Background: Treatment of bifurcation lesions with the Tryton Sidebranch stent has been shown to be feasible with an acceptable clinical outcome and low side branch late loss in the first in man trial. Objective: To report acute procedural and six month clinical follow-up after the use of the Tryton Sidebranch stent in an "all comer" registry. Methods: The first 100 coronary bifurcation lesions assigned for treatment with the Tryton stent were included in a prospective registry. Procedural and angiographic success rates were determined from patient charts and pre- and postprocedural quantitative coronary angiography. Results: Totally, 96 patients with 100 lesions were included in the study. Seventy-two percent presented with stable angina, 25% with unstable angina/NSTEMI, and 3% STEMI. The bifurcation was located in the left main in 8%. Two lesions were chronic total occlusions. Sixty-nine percent were true bifurcation lesions. One failure of stent delivery occurred. Acute gain in SB was 0.76 ± 0.64mm and three patients had residual stenosis of >30%. Angiographic success rate was 95%; procedural success rate reached 94%. Peri-procedural MI occurred in two and there was one cardiac death during hospitalization. At a median six months follow-up, TLR rate was 4%, MI 3%, and cardiac death 1%. The percentage MACE-free survival at six months was 94%. No cases of definite stent thrombosis occurred. Conclusions: In a real world the use of the Tryton Sidebranch stent is associated with good procedural safety and angiographic success rate and acceptable outcome at six months of follow-up.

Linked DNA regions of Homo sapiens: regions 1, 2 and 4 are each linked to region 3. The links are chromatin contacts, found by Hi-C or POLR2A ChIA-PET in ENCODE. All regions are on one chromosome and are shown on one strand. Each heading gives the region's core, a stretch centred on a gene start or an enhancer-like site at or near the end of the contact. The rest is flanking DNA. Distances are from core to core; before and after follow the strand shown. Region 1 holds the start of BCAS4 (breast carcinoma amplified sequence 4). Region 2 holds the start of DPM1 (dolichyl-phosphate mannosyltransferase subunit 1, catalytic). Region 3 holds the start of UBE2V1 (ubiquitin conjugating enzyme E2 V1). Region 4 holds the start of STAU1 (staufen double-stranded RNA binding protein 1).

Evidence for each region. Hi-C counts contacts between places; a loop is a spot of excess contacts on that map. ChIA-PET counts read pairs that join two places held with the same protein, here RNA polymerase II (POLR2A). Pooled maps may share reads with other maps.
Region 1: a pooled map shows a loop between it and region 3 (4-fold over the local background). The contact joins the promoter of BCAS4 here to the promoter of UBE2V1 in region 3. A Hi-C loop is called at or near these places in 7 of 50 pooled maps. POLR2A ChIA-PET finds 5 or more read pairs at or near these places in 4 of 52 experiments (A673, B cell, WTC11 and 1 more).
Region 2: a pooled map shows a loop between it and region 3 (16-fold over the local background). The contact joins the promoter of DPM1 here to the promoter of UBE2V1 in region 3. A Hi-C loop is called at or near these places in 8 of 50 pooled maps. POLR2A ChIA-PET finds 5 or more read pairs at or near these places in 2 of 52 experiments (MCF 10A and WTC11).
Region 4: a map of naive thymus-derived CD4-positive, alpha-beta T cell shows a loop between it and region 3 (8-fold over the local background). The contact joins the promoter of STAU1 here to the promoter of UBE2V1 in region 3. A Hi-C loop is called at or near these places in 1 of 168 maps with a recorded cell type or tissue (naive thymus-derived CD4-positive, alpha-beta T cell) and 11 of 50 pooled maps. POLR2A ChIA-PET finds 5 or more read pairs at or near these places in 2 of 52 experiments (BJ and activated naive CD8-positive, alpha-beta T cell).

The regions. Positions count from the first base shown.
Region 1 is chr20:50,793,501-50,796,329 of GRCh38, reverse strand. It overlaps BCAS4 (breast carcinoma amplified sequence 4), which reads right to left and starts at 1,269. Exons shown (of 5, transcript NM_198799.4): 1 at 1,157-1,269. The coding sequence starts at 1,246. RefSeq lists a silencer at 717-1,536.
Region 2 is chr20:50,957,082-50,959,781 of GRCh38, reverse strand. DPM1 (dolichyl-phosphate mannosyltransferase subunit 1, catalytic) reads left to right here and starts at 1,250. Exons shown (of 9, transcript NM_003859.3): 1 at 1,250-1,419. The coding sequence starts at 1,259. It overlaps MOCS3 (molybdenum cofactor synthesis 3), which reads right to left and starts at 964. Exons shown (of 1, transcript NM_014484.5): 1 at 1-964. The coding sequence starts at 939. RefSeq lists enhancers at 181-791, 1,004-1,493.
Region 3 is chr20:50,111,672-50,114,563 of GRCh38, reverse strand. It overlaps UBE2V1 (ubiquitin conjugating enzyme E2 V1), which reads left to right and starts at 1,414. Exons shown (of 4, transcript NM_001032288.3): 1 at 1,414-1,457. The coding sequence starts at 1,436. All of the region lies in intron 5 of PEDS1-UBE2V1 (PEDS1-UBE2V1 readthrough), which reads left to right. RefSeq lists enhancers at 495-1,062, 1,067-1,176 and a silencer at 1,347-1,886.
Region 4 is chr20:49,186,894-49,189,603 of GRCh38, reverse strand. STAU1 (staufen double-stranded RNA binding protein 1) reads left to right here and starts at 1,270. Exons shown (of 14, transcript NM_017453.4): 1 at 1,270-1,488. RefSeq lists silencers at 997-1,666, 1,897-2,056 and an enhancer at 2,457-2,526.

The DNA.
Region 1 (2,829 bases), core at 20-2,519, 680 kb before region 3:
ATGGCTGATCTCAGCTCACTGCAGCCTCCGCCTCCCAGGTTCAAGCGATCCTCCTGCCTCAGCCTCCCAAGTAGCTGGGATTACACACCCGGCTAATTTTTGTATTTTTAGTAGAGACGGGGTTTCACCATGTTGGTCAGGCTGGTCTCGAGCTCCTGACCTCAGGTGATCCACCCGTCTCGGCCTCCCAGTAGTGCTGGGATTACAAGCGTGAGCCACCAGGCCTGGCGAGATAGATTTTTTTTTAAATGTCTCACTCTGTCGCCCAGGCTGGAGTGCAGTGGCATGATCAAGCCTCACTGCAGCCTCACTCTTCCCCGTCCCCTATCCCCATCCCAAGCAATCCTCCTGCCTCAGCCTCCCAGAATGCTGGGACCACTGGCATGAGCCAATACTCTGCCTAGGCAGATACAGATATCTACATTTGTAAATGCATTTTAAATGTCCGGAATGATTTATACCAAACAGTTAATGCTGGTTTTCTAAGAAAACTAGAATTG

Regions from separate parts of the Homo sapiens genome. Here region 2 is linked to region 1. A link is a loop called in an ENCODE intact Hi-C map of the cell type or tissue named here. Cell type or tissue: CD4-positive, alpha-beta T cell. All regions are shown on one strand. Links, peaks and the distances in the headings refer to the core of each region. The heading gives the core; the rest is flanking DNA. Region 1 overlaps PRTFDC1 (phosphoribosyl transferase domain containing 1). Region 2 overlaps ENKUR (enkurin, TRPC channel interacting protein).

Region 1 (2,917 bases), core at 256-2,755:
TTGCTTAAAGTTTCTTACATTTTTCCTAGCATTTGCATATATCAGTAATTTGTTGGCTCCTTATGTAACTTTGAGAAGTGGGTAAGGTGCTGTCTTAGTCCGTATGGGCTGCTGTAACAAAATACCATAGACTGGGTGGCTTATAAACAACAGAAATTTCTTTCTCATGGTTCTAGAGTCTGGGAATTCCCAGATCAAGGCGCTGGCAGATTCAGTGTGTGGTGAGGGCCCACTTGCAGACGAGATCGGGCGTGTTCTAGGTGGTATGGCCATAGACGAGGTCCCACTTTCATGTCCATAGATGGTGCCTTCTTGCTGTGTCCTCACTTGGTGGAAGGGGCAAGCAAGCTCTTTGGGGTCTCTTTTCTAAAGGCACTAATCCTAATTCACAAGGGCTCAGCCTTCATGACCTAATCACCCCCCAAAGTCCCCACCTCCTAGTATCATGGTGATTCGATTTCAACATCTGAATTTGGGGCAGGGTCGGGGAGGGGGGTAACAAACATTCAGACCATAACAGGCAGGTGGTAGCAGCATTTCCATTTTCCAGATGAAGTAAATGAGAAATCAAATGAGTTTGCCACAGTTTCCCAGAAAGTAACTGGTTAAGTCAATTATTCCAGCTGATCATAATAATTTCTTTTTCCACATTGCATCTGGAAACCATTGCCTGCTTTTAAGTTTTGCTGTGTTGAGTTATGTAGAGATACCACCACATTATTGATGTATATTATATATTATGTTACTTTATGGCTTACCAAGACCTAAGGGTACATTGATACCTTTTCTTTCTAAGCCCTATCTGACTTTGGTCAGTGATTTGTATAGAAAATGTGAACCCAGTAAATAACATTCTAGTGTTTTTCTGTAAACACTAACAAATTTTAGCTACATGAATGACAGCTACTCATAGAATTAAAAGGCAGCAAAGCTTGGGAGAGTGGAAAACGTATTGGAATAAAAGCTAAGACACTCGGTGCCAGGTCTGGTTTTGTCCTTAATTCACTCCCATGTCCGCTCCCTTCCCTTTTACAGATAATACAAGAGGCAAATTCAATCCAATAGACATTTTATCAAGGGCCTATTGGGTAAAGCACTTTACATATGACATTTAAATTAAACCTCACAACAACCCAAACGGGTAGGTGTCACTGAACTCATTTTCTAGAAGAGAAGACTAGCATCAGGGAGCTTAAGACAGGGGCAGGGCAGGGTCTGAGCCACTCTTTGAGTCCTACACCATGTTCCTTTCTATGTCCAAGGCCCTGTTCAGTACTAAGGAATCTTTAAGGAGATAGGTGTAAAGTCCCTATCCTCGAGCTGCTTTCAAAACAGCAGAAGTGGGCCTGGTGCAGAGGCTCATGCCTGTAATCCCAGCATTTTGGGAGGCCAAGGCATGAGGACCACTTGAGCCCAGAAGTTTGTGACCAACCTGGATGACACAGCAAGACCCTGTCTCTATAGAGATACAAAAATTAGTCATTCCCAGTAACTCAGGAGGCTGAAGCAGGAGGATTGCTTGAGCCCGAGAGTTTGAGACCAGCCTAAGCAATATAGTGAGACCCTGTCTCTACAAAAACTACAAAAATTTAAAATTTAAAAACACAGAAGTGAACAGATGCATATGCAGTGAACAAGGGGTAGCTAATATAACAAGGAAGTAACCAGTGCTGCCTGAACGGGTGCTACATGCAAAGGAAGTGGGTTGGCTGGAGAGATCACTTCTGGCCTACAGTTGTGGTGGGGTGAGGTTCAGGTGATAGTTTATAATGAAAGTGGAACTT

bifurcation lesions, percutaneous coronary intervention, procedural success, six month MACE,
Catheterization and Cardiovascular Interventions
Erasmus MC: University Medical Center Rotterdam

Magro, M, Wykrzykowska, J.J, Serruys, P.W.J.C, Simsek, C, Nauta, S.T, Lesiak, M, … van Geuns, R.J.M. (2011). Six-month clinical follow-up of the Tryton side branch stent for the treatment of bifurcation lesions: A two center registry analysis. Catheterization and Cardiovascular Interventions, 77(6), 798–806. doi:10.1002/ccd.22767